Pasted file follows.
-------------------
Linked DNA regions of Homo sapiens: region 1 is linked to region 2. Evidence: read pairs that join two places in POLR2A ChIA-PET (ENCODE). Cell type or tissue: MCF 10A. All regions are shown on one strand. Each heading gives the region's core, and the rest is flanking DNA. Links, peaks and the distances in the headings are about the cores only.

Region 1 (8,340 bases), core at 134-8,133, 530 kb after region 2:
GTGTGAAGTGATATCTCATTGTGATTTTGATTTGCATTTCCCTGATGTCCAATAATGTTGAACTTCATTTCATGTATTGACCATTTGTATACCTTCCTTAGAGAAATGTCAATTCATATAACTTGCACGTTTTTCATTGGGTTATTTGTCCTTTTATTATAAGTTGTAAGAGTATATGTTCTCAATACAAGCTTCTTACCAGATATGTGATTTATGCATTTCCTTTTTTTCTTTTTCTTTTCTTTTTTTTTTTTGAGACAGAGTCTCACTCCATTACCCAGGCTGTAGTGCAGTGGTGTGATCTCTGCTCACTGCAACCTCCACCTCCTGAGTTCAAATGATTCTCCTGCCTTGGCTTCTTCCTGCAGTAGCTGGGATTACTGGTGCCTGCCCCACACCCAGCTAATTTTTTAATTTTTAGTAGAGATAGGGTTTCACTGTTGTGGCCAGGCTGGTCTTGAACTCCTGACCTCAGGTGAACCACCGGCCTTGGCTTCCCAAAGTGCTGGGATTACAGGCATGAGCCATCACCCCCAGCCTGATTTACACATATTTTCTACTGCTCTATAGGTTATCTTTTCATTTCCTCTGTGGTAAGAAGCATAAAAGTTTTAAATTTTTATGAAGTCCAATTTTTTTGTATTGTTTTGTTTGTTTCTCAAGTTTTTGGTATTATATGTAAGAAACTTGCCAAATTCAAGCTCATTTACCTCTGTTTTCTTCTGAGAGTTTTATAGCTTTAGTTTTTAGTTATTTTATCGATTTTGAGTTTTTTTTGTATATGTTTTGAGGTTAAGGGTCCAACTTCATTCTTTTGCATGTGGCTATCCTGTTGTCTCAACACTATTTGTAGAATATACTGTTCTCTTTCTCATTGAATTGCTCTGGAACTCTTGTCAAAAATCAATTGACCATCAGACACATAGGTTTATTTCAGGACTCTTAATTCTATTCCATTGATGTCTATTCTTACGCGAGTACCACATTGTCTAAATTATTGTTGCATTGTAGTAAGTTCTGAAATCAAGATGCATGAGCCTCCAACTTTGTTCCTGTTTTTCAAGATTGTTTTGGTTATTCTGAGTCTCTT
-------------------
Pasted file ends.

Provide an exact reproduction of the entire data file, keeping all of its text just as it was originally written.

Linked DNA regions of Homo sapiens: region 1 is linked to region 2. Evidence: read pairs that join two places in POLR2A ChIA-PET (ENCODE). Cell type or tissue: MCF 10A. All regions are shown on one strand. Each heading gives the region's core, and the rest is flanking DNA. Links, peaks and the distances in the headings are about the cores only.

Region 1 (8,340 bases), core at 134-8,133, 530 kb after region 2:
GTGTGAAGTGATATCTCATTGTGATTTTGATTTGCATTTCCCTGATGTCCAATAATGTTGAACTTCATTTCATGTATTGACCATTTGTATACCTTCCTTAGAGAAATGTCAATTCATATAACTTGCACGTTTTTCATTGGGTTATTTGTCCTTTTATTATAAGTTGTAAGAGTATATGTTCTCAATACAAGCTTCTTACCAGATATGTGATTTATGCATTTCCTTTTTTTCTTTTTCTTTTCTTTTTTTTTTTTGAGACAGAGTCTCACTCCATTACCCAGGCTGTAGTGCAGTGGTGTGATCTCTGCTCACTGCAACCTCCACCTCCTGAGTTCAAATGATTCTCCTGCCTTGGCTTCTTCCTGCAGTAGCTGGGATTACTGGTGCCTGCCCCACACCCAGCTAATTTTTTAATTTTTAGTAGAGATAGGGTTTCACTGTTGTGGCCAGGCTGGTCTTGAACTCCTGACCTCAGGTGAACCACCGGCCTTGGCTTCCCAAAGTGCTGGGATTACAGGCATGAGCCATCACCCCCAGCCTGATTTACACATATTTTCTACTGCTCTATAGGTTATCTTTTCATTTCCTCTGTGGTAAGAAGCATAAAAGTTTTAAATTTTTATGAAGTCCAATTTTTTTGTATTGTTTTGTTTGTTTCTCAAGTTTTTGGTATTATATGTAAGAAACTTGCCAAATTCAAGCTCATTTACCTCTGTTTTCTTCTGAGAGTTTTATAGCTTTAGTTTTTAGTTATTTTATCGATTTTGAGTTTTTTTTGTATATGTTTTGAGGTTAAGGGTCCAACTTCATTCTTTTGCATGTGGCTATCCTGTTGTCTCAACACTATTTGTAGAATATACTGTTCTCTTTCTCATTGAATTGCTCTGGAACTCTTGTCAAAAATCAATTGACCATCAGACACATAGGTTTATTTCAGGACTCTTAATTCTATTCCATTGATGTCTATTCTTACGCGAGTACCACATTGTCTAAATTATTGTTGCATTGTAGTAAGTTCTGAAATCAAGATGCATGAGCCTCCAACTTTGTTCCTGTTTTTCAAGATTGTTTTGGTTATTCTGAGTCTCTT